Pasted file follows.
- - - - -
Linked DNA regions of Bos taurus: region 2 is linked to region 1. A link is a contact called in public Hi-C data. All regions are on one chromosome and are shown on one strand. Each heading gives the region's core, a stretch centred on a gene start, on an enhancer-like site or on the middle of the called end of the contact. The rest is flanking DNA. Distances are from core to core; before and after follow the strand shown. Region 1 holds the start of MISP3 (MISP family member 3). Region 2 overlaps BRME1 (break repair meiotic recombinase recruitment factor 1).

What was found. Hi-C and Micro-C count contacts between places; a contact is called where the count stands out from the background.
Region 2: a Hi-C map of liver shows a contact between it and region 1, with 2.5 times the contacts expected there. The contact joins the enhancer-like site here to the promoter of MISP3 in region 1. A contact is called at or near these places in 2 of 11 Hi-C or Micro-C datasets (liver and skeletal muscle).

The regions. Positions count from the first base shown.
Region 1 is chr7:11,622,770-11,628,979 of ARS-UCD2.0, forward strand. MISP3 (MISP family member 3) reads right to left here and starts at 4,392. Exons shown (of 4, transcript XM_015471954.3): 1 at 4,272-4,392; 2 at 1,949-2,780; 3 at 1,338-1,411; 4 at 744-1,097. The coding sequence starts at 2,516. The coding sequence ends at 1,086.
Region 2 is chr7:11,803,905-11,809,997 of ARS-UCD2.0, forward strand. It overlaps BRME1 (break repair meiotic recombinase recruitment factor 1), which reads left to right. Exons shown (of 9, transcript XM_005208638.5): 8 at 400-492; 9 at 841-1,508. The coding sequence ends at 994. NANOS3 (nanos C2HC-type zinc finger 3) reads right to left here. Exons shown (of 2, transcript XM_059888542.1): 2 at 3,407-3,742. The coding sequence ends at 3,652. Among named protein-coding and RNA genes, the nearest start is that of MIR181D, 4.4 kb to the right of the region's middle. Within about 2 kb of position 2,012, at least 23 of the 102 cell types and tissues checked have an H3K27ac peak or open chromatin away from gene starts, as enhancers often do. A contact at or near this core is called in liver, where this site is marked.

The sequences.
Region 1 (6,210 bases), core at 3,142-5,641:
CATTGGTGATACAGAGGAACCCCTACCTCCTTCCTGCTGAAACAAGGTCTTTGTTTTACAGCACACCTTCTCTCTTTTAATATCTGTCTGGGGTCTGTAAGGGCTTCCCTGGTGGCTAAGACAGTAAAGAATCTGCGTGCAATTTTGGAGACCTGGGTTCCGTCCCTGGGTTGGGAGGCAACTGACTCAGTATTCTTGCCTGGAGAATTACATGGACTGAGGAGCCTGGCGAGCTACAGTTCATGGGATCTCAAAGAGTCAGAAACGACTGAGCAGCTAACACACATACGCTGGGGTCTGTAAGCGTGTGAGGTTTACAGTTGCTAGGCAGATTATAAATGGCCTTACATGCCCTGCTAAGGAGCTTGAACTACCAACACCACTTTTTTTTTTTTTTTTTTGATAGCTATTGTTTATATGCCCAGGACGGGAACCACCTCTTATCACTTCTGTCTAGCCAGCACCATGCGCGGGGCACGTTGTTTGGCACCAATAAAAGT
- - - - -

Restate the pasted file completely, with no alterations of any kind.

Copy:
Linked DNA regions of Bos taurus: region 2 is linked to region 1. A link is a contact called in public Hi-C data. All regions are on one chromosome and are shown on one strand. Each heading gives the region's core, a stretch centred on a gene start, on an enhancer-like site or on the middle of the called end of the contact. The rest is flanking DNA. Distances are from core to core; before and after follow the strand shown. Region 1 holds the start of MISP3 (MISP family member 3). Region 2 overlaps BRME1 (break repair meiotic recombinase recruitment factor 1).

What was found. Hi-C and Micro-C count contacts between places; a contact is called where the count stands out from the background.
Region 2: a Hi-C map of liver shows a contact between it and region 1, with 2.5 times the contacts expected there. The contact joins the enhancer-like site here to the promoter of MISP3 in region 1. A contact is called at or near these places in 2 of 11 Hi-C or Micro-C datasets (liver and skeletal muscle).

The regions. Positions count from the first base shown.
Region 1 is chr7:11,622,770-11,628,979 of ARS-UCD2.0, forward strand. MISP3 (MISP family member 3) reads right to left here and starts at 4,392. Exons shown (of 4, transcript XM_015471954.3): 1 at 4,272-4,392; 2 at 1,949-2,780; 3 at 1,338-1,411; 4 at 744-1,097. The coding sequence starts at 2,516. The coding sequence ends at 1,086.
Region 2 is chr7:11,803,905-11,809,997 of ARS-UCD2.0, forward strand. It overlaps BRME1 (break repair meiotic recombinase recruitment factor 1), which reads left to right. Exons shown (of 9, transcript XM_005208638.5): 8 at 400-492; 9 at 841-1,508. The coding sequence ends at 994. NANOS3 (nanos C2HC-type zinc finger 3) reads right to left here. Exons shown (of 2, transcript XM_059888542.1): 2 at 3,407-3,742. The coding sequence ends at 3,652. Among named protein-coding and RNA genes, the nearest start is that of MIR181D, 4.4 kb to the right of the region's middle. Within about 2 kb of position 2,012, at least 23 of the 102 cell types and tissues checked have an H3K27ac peak or open chromatin away from gene starts, as enhancers often do. A contact at or near this core is called in liver, where this site is marked.

The sequences.
Region 1 (6,210 bases), core at 3,142-5,641:
CATTGGTGATACAGAGGAACCCCTACCTCCTTCCTGCTGAAACAAGGTCTTTGTTTTACAGCACACCTTCTCTCTTTTAATATCTGTCTGGGGTCTGTAAGGGCTTCCCTGGTGGCTAAGACAGTAAAGAATCTGCGTGCAATTTTGGAGACCTGGGTTCCGTCCCTGGGTTGGGAGGCAACTGACTCAGTATTCTTGCCTGGAGAATTACATGGACTGAGGAGCCTGGCGAGCTACAGTTCATGGGATCTCAAAGAGTCAGAAACGACTGAGCAGCTAACACACATACGCTGGGGTCTGTAAGCGTGTGAGGTTTACAGTTGCTAGGCAGATTATAAATGGCCTTACATGCCCTGCTAAGGAGCTTGAACTACCAACACCACTTTTTTTTTTTTTTTTTTGATAGCTATTGTTTATATGCCCAGGACGGGAACCACCTCTTATCACTTCTGTCTAGCCAGCACCATGCGCGGGGCACGTTGTTTGGCACCAATAAAAGT